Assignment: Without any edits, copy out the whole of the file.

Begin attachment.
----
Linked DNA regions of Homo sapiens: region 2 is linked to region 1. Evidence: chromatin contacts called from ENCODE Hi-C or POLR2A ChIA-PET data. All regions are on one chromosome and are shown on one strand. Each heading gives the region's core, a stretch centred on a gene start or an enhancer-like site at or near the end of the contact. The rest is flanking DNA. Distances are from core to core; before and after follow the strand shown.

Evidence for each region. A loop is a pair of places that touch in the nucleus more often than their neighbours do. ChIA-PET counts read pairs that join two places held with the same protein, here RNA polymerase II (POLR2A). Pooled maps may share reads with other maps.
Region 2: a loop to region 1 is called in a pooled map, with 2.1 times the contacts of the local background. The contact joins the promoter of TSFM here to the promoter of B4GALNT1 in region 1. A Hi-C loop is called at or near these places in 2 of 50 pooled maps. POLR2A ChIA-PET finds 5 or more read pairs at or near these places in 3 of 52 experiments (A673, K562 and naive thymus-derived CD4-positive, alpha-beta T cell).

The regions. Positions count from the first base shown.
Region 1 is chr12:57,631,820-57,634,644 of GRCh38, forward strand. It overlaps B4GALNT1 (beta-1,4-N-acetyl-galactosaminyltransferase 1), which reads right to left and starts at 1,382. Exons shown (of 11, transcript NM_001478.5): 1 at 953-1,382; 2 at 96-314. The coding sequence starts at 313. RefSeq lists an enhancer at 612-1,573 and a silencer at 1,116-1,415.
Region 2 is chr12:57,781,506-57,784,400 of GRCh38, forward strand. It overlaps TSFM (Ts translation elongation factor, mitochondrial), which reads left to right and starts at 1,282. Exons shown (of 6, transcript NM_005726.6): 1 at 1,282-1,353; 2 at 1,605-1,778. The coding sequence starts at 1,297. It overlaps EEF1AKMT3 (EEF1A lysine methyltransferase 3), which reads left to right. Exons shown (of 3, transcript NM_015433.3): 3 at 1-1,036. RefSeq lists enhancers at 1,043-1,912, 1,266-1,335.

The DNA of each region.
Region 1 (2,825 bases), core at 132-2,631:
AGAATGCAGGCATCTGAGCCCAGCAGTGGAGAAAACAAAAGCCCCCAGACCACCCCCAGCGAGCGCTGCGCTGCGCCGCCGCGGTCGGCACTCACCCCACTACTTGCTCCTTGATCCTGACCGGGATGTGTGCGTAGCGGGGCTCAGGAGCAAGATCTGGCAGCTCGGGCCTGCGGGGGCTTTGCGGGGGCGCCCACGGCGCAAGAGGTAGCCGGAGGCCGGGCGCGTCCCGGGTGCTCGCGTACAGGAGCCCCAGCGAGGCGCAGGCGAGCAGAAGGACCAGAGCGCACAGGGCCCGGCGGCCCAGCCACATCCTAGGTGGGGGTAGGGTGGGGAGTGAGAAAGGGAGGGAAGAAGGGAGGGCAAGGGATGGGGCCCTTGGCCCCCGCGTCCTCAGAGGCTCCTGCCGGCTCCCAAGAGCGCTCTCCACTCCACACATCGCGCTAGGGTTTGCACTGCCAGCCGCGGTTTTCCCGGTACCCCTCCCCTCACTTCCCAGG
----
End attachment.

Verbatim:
Linked DNA regions of Homo sapiens: region 2 is linked to region 1. Evidence: chromatin contacts called from ENCODE Hi-C or POLR2A ChIA-PET data. All regions are on one chromosome and are shown on one strand. Each heading gives the region's core, a stretch centred on a gene start or an enhancer-like site at or near the end of the contact. The rest is flanking DNA. Distances are from core to core; before and after follow the strand shown.

Evidence for each region. A loop is a pair of places that touch in the nucleus more often than their neighbours do. ChIA-PET counts read pairs that join two places held with the same protein, here RNA polymerase II (POLR2A). Pooled maps may share reads with other maps.
Region 2: a loop to region 1 is called in a pooled map, with 2.1 times the contacts of the local background. The contact joins the promoter of TSFM here to the promoter of B4GALNT1 in region 1. A Hi-C loop is called at or near these places in 2 of 50 pooled maps. POLR2A ChIA-PET finds 5 or more read pairs at or near these places in 3 of 52 experiments (A673, K562 and naive thymus-derived CD4-positive, alpha-beta T cell).

The regions. Positions count from the first base shown.
Region 1 is chr12:57,631,820-57,634,644 of GRCh38, forward strand. It overlaps B4GALNT1 (beta-1,4-N-acetyl-galactosaminyltransferase 1), which reads right to left and starts at 1,382. Exons shown (of 11, transcript NM_001478.5): 1 at 953-1,382; 2 at 96-314. The coding sequence starts at 313. RefSeq lists an enhancer at 612-1,573 and a silencer at 1,116-1,415.
Region 2 is chr12:57,781,506-57,784,400 of GRCh38, forward strand. It overlaps TSFM (Ts translation elongation factor, mitochondrial), which reads left to right and starts at 1,282. Exons shown (of 6, transcript NM_005726.6): 1 at 1,282-1,353; 2 at 1,605-1,778. The coding sequence starts at 1,297. It overlaps EEF1AKMT3 (EEF1A lysine methyltransferase 3), which reads left to right. Exons shown (of 3, transcript NM_015433.3): 3 at 1-1,036. RefSeq lists enhancers at 1,043-1,912, 1,266-1,335.

The DNA of each region.
Region 1 (2,825 bases), core at 132-2,631:
AGAATGCAGGCATCTGAGCCCAGCAGTGGAGAAAACAAAAGCCCCCAGACCACCCCCAGCGAGCGCTGCGCTGCGCCGCCGCGGTCGGCACTCACCCCACTACTTGCTCCTTGATCCTGACCGGGATGTGTGCGTAGCGGGGCTCAGGAGCAAGATCTGGCAGCTCGGGCCTGCGGGGGCTTTGCGGGGGCGCCCACGGCGCAAGAGGTAGCCGGAGGCCGGGCGCGTCCCGGGTGCTCGCGTACAGGAGCCCCAGCGAGGCGCAGGCGAGCAGAAGGACCAGAGCGCACAGGGCCCGGCGGCCCAGCCACATCCTAGGTGGGGGTAGGGTGGGGAGTGAGAAAGGGAGGGAAGAAGGGAGGGCAAGGGATGGGGCCCTTGGCCCCCGCGTCCTCAGAGGCTCCTGCCGGCTCCCAAGAGCGCTCTCCACTCCACACATCGCGCTAGGGTTTGCACTGCCAGCCGCGGTTTTCCCGGTACCCCTCCCCTCACTTCCCAGG